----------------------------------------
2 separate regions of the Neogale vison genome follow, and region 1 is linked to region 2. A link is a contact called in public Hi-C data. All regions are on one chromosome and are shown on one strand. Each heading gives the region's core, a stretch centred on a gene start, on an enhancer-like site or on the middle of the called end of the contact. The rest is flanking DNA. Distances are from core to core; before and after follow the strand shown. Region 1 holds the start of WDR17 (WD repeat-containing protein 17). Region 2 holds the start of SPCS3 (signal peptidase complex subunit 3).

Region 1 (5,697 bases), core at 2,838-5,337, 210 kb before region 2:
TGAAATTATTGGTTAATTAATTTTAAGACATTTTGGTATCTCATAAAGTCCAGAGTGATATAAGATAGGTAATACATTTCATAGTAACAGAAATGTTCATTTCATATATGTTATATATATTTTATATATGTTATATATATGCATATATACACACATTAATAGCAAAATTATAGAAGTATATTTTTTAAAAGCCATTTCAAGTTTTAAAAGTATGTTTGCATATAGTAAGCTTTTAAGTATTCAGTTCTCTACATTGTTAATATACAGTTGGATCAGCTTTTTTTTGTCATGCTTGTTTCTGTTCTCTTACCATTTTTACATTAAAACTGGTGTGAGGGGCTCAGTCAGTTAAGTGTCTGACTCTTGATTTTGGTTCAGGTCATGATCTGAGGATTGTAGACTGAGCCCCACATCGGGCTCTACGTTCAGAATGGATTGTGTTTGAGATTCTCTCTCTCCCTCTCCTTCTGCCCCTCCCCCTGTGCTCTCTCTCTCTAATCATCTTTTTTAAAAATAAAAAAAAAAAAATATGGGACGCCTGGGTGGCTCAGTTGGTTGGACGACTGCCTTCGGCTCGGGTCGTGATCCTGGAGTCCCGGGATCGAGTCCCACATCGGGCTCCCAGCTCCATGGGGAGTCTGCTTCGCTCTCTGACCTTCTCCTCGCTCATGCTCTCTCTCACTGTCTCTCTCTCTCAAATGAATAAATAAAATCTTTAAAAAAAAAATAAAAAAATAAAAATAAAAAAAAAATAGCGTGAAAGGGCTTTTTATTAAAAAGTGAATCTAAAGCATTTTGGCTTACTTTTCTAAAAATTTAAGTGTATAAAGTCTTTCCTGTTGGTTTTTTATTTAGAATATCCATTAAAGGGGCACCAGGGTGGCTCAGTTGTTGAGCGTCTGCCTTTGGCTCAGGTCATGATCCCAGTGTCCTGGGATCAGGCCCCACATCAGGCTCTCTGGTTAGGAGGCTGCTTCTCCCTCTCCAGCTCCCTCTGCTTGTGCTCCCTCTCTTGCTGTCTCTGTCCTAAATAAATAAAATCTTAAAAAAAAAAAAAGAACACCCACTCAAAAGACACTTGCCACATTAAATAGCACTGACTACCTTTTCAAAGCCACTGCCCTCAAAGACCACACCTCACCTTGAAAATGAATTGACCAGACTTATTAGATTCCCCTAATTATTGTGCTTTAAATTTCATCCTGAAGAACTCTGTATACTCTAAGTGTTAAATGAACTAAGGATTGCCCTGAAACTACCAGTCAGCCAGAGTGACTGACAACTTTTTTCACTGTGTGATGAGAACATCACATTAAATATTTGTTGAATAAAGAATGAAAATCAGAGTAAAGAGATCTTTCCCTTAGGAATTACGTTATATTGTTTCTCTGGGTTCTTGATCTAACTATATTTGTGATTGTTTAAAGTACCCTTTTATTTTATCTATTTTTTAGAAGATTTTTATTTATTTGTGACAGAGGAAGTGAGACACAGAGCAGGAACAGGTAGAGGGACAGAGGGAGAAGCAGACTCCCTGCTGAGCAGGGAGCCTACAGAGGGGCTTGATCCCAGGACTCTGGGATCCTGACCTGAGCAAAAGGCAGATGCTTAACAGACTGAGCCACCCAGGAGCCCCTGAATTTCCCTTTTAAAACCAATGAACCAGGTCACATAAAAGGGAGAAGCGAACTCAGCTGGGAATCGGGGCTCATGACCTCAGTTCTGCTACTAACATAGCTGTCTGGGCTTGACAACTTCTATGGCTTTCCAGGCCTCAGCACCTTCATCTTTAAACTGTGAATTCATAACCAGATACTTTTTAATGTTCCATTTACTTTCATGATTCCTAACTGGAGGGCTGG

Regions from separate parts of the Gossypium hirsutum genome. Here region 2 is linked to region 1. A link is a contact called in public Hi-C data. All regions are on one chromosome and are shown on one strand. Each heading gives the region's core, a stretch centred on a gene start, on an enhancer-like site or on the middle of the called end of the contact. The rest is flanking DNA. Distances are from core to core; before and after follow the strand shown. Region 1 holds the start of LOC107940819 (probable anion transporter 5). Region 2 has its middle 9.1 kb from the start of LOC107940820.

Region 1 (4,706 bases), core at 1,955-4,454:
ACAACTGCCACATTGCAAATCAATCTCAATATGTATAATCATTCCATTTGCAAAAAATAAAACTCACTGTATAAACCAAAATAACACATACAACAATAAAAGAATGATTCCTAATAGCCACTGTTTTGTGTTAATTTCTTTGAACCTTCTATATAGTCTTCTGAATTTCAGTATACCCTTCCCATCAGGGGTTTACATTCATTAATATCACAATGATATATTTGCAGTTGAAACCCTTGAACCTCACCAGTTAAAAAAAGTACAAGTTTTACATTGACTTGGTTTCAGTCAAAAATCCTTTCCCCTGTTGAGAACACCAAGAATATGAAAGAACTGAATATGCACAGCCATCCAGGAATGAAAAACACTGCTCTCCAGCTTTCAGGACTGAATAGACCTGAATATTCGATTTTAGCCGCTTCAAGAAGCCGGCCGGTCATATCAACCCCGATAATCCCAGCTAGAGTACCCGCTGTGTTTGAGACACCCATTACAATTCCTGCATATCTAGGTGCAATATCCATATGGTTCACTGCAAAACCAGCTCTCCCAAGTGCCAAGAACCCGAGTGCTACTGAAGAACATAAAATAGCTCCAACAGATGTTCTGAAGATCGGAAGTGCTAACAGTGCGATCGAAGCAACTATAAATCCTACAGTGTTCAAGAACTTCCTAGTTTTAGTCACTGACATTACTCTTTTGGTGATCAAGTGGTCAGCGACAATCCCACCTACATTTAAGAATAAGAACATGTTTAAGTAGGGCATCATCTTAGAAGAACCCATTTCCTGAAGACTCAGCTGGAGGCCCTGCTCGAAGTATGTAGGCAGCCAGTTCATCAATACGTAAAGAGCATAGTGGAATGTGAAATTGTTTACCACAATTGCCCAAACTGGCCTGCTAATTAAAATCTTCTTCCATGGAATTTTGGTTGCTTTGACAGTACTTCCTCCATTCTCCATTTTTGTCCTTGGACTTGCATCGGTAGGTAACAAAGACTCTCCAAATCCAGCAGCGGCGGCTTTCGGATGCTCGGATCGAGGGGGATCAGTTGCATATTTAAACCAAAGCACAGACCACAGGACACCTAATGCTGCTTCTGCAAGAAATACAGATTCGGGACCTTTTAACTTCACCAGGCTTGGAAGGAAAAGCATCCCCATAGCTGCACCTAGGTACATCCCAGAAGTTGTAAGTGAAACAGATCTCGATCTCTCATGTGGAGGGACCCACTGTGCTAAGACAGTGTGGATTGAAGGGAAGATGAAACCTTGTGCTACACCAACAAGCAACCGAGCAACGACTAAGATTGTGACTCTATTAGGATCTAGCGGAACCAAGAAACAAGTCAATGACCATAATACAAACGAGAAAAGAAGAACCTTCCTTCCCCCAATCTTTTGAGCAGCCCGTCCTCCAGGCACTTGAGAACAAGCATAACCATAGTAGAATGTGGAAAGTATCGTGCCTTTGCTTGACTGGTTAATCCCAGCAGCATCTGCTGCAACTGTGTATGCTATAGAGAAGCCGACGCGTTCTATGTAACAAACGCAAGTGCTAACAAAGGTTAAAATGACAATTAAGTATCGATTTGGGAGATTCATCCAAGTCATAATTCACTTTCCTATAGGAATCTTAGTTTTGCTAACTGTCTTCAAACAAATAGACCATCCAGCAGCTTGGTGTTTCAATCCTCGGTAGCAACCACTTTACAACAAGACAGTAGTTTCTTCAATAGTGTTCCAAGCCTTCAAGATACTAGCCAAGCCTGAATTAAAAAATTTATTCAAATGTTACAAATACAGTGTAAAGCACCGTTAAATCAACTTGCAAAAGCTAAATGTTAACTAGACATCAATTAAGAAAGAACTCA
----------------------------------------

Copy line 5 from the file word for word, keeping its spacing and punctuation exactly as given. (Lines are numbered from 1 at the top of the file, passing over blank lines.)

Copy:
Region 1 (4,706 bases), core at 1,955-4,454: